Documentary filmmaker Brett Morgen continually dazzles audiences with his immersive, loud, and spellbinding music documentaries. His creative use of archival footage, graphics, original animation, and interviews swirl together into movies that make viewers feel like they are inside the heads of his subjects. His latest doc, the David Bowie film Moonage Daydream, is a glimpse inside the mind of one of rock’s brightest stars, who always seemed to be on a journey to both understand and celebrate life. Bowie’s ever-changing life and public persona spoke to his belief that our time on this planet is a fascinating, thrilling, and complex journey.


By contrast, Morgen’s 2015 Kurt Cobain film Montage of Heck is almost an investigation into the psychology of a talented musician who tragically took his own life. While both films employ some similar creative choices, their subjects land on polar opposite ends of the spectrum, with one eager to keep living and the other feeling utterly despondent. By comparing and contrasting both of these films and their subjects, we’ll see how, paired together, these music docs make for a fascinating, existential, rock and roll double feature.

Related: 10 More Unconventional Music Documentaries To Watch After ‘Moonage Daydream’

‘Cobain: Montage of Heck’ Challenges Visual Representation

Image via HBO Documentary Films

Stylistically, Montage of Heck becomes both visually and thematically darker as the film progresses. Morgen’s talking head interviews with Cobain’s family and friends are initially shot with daytime lighting and end at nighttime. This serves as a visual representation of the story’s slow march towards Cobain’s untimely death. As other people help explain who Kurt was and how he saw the world, we also dive into his artwork, music, and writing to get a sense of how he saw himself. It’s an interesting contrast between Cobain’s narrative in his own mind versus the story being told about him.

The Immersive ‘Moonage Daydream’

Image via Universal Pictures

Moonage Daydream does away with third-person interviews and instead allows David Bowie to speak for himself via archival interview bites. At the same time, Morgen creates a visually stunning representation of Bowie’s mind. We see Bowie roaming the world, dancing, performing, and painting. Moonage Daydream is more immersive than Montage of Heck and even more subjective. The truth being revealed to us is entirely Bowie’s truth, not anyone else’s. This decision to represent only the protagonist’s subjective truth is reminiscent of Morgen’s 2002 film The Kid Stays in the Picture, which was his first experiment in an unorthodox documentary filmmaking style that has continued to evolve and become more radical, peaking with Moonage Daydream.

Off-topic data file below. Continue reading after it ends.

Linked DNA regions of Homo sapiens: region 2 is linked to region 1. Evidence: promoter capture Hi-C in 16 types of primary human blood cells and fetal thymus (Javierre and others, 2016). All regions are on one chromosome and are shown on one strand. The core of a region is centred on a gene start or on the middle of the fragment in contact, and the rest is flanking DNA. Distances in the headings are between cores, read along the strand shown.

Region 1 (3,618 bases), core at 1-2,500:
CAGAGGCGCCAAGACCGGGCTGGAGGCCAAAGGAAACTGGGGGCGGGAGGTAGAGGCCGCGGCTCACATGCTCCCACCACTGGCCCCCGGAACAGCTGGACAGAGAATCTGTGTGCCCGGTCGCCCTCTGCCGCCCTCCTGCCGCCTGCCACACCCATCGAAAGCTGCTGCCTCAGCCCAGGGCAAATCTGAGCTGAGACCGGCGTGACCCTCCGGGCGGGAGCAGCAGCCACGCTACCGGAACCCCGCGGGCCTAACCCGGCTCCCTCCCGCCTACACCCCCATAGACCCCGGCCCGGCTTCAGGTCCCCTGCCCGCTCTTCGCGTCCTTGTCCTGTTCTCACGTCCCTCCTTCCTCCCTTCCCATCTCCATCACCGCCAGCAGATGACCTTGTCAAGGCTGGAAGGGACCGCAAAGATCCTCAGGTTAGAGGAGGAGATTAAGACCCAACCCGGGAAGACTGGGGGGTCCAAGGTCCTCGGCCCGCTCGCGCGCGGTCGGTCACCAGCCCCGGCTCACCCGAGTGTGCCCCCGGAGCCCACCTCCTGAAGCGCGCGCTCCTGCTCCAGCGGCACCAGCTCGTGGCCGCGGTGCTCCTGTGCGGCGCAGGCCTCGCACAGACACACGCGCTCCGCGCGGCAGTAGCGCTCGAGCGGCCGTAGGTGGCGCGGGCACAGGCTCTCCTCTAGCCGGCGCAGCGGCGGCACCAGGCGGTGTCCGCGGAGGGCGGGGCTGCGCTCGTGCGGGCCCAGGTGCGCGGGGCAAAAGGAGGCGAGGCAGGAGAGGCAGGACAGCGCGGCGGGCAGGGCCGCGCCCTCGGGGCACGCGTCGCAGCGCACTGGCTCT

Morgen’s Filmmaking Choices

Image via HBO Documentary Films, Universal Pictures

These similar but notably different filmmaking choices may, in part, be the result of how Cobain and Bowie ended their lives, one with gusto and the other with a feeling of hopelessness. It’s not necessary for others to comment on Bowie’s death as he did it himself in his work. Cobain’s flame burned brightly and then was suddenly extinguished, leaving the world shocked and mystified. His decision to end his own life doesn’t feel like a satisfying conclusion or philosophical statement, it just feels more like a momentary lapse in judgment. Yet, Morgen does a superb job showing us how Cobain arrived at that moment by utilizing his immersive style to great effect. By understanding his perspective, it leaves the audience with a lot of questions as to how such a tragedy could’ve been averted. Why does someone decide to end their own life and is there something the people close to them can do to prevent such a decision? What exactly fills a life with meaning, and how can a meaningful life be sustained?

Moonage Daydream feels much less like a question to be answered and more like a definitive statement. Bowie tells us that life is a wonderful experience, and he wishes he could go on living it. The film opens with a quote from Bowie musing about what humans are supposed to do if God is dead, as Nietzsche once declared. After a lifetime of spiritual exploration and reinvention, the answer from Bowie’s perspective seems to be just that: journey, change, and curiosity. Moonage Daydream is about as life-affirming as a film can get. If there is any question whether life is worth the trouble, Bowie’s answer is an enthusiastic “yes!”

The very different tones of these films may resonate with different types of audience members. Perhaps some will identify with Kurt’s mental health struggles, while others practically leap out of their seats with joy during some of Bowie’s performances (at least a couple did at a recent IMAX screening in Los Angeles). Or perhaps the films will hit differently depending on what each individual audience member is going through in life.

Regardless of which film resonates more, they both take their audience on a roller coaster ride that makes the theatrical experience feel alive and vibrant again. And both films share one defining quality: they are loud. Not just turn up the headphones loud, but full-on Spinal Tap “these go up to 11” loud. It’s rare that a film screening has the same energy and assault on the senses as an actual concert but these two films definitely do. If at all possible, view them on a giant screen with the loudest speakers currently being manufactured.

Until you’ve seen a Morgen film, you haven’t really experienced what documentaries are capable of. So carve out some time to watch these films back-to-back. Taken together, Moonage Daydream and Montage of Heck are like a complete yin and yang of existential, rock and roll filmmaking.

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